Thursday, July 7, 2022
Real EstateUK

Private rents in London drop for the second quarter in a row

Private rents

Apart from London, Scotland was the only other UK region where rents fell

Private rents in London have dropped for the second quarter in a row, with some areas posting sharp falls of up to 34% year on year, while other cities led by Edinburgh have also reported a decline during the pandemic.

Although Covid-19 restrictions were eased over the summer, the rental market in the capital and other cities struggled to recover, according to the house-sharing website SpareRoom. The average monthly rent for a room in London fell to £725 between July and September, down 7% from £780 in the same period last year.

Excluding London, rents across the UK rose 2% to £492, on average. Scotland was the only other UK region where rents fell, by 2% from £490 to £481.

The rise in homeworking since the outbreak of the virus has led to increasing numbers of homeowners and renters moving out of big cities to suburbs, smaller towns and more rural areas in search of bigger homes, cost savings and green space.

Of the UK’s 50 largest towns and cities, Edinburgh had the biggest drop in rents, down 10%. Others including Telford, Glasgow, Gloucester and Ipswich fell 2%, while rents in Birmingham, Reading, Aberdeen, and Stoke-on-Trent slipped 1%.

Demand for gardens, patios and balconies among renters almost doubled over the summer. SpareRoom also found that tenants wanted to share with fewer people – the most popular option was just one other person.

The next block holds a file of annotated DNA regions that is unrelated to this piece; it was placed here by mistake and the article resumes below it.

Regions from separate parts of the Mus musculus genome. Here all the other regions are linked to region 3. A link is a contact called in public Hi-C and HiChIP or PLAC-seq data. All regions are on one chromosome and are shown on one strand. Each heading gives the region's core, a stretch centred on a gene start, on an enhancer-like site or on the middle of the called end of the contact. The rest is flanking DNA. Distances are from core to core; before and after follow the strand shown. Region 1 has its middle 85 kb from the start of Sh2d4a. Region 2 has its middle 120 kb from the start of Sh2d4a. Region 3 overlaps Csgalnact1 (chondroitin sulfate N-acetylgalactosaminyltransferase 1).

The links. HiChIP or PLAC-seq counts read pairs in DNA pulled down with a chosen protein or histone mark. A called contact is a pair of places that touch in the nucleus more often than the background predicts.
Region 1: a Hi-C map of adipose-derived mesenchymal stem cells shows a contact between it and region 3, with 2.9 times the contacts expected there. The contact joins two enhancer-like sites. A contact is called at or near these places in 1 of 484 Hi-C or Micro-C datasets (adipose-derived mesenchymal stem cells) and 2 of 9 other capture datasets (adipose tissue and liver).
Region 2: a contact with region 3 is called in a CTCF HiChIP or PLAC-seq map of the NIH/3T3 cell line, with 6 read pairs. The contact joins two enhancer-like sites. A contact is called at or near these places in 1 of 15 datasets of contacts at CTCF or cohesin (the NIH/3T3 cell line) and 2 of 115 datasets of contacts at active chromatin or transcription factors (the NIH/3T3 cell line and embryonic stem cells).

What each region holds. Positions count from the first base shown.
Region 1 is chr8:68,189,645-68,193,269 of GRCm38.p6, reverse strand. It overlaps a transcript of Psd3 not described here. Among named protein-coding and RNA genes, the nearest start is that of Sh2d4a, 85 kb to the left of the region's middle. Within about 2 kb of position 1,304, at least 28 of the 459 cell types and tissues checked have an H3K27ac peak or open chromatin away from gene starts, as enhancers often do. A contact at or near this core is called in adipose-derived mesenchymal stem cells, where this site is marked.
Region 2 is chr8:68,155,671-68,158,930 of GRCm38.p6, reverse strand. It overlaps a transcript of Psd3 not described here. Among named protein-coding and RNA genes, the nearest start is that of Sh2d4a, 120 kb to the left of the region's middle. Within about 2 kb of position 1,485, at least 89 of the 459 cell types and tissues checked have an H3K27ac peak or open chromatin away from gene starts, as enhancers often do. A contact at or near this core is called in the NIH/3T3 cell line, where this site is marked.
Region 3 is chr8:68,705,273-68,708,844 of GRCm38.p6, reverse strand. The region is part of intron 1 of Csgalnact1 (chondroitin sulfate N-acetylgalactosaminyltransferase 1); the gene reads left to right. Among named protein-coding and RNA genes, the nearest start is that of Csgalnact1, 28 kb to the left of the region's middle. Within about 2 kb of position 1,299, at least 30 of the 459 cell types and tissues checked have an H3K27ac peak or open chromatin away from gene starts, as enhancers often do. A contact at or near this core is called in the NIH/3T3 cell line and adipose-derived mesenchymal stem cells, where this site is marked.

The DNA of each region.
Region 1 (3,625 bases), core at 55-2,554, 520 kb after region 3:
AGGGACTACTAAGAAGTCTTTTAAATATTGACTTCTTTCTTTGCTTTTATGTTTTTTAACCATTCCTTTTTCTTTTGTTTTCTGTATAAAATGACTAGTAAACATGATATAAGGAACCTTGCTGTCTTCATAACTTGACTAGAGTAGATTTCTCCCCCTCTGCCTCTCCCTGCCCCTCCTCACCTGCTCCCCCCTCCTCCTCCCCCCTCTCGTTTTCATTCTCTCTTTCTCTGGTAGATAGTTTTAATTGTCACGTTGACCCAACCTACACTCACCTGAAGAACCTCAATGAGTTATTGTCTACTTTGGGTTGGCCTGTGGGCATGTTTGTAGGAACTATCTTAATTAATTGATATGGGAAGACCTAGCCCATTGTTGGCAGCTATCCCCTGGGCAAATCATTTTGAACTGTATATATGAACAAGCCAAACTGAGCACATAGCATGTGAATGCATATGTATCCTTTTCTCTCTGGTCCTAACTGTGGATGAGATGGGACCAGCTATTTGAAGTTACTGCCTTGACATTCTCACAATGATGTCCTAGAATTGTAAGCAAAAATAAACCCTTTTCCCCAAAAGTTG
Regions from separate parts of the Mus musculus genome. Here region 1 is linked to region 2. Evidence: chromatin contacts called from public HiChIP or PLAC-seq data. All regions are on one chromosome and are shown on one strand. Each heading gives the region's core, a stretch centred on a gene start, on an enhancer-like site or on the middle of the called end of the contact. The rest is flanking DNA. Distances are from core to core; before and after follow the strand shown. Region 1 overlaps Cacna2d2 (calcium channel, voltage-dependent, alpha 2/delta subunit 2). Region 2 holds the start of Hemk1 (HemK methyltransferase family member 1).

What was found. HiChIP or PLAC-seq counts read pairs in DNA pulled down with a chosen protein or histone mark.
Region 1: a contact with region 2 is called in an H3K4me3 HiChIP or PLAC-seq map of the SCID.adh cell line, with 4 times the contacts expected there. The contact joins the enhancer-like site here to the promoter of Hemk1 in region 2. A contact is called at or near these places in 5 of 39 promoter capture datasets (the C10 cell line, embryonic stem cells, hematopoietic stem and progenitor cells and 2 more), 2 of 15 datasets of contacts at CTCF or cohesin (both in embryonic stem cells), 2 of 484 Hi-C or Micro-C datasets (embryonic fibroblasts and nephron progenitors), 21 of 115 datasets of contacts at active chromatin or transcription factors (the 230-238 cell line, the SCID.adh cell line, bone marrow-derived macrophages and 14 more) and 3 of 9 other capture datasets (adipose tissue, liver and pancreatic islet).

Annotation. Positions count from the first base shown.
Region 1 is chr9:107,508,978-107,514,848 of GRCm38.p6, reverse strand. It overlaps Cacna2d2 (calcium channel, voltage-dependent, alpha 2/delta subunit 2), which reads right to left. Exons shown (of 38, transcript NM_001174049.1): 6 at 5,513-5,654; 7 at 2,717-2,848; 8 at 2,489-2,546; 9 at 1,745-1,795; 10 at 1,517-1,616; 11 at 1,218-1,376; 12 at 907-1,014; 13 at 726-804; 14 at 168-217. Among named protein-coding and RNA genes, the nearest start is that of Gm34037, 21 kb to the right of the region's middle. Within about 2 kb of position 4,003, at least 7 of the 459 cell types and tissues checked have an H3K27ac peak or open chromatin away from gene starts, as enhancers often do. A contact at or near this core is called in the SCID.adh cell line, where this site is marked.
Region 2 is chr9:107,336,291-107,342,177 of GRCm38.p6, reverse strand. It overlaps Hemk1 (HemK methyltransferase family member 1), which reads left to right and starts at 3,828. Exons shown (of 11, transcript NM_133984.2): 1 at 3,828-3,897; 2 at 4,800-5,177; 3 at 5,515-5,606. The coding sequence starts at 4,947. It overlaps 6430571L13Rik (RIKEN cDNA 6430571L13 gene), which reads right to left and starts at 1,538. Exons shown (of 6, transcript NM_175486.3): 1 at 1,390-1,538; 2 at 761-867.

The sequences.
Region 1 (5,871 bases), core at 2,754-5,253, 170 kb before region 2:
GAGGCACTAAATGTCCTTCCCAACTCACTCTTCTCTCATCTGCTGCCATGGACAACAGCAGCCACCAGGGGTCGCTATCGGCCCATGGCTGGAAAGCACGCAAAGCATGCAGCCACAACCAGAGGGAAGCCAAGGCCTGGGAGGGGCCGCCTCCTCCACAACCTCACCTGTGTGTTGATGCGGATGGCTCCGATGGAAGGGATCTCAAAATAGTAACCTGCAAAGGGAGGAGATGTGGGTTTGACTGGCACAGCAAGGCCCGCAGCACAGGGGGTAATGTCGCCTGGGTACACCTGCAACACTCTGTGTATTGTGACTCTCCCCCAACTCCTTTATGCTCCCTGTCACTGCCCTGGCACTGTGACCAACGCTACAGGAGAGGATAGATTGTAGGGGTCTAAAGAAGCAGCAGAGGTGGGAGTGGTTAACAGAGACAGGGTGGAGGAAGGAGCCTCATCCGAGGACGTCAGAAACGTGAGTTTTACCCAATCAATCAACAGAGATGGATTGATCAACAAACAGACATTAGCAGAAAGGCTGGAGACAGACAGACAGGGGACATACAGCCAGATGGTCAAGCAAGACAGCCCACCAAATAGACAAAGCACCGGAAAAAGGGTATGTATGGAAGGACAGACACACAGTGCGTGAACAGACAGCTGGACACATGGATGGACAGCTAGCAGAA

In the capital, the areas with the biggest drops in rents were Aldgate in east London (EC3), where rents were down 34%, Maida Vale and Paddington in west London (W9), where rents dropped by 20%, and Westminster, Belgravia and Pimlico in the south-west (SW1), with a decline of 17%.

Matt Hutchinson, the communications director of SpareRoom, said: The places that are more expensive usually see the biggest falls first, always the south-west and west of the capital. If people are feeling the pinch, the most expensive places are just out of budget.

Rents in the capital were unlikely to recover soon, Hutchinson said. He questioned whether London and other big cities would ever regain the appeal they had before the pandemic, “with so many young renters leaving the capital, either to find cheaper rents, to move with family, or to leave the UK altogether”.

In the long run, “second or third tier cities may feel the benefit as people don’t want to live in London any more”, he said.

SpareRoom’s quarterly rental index is based on more than 500,000 room listings.


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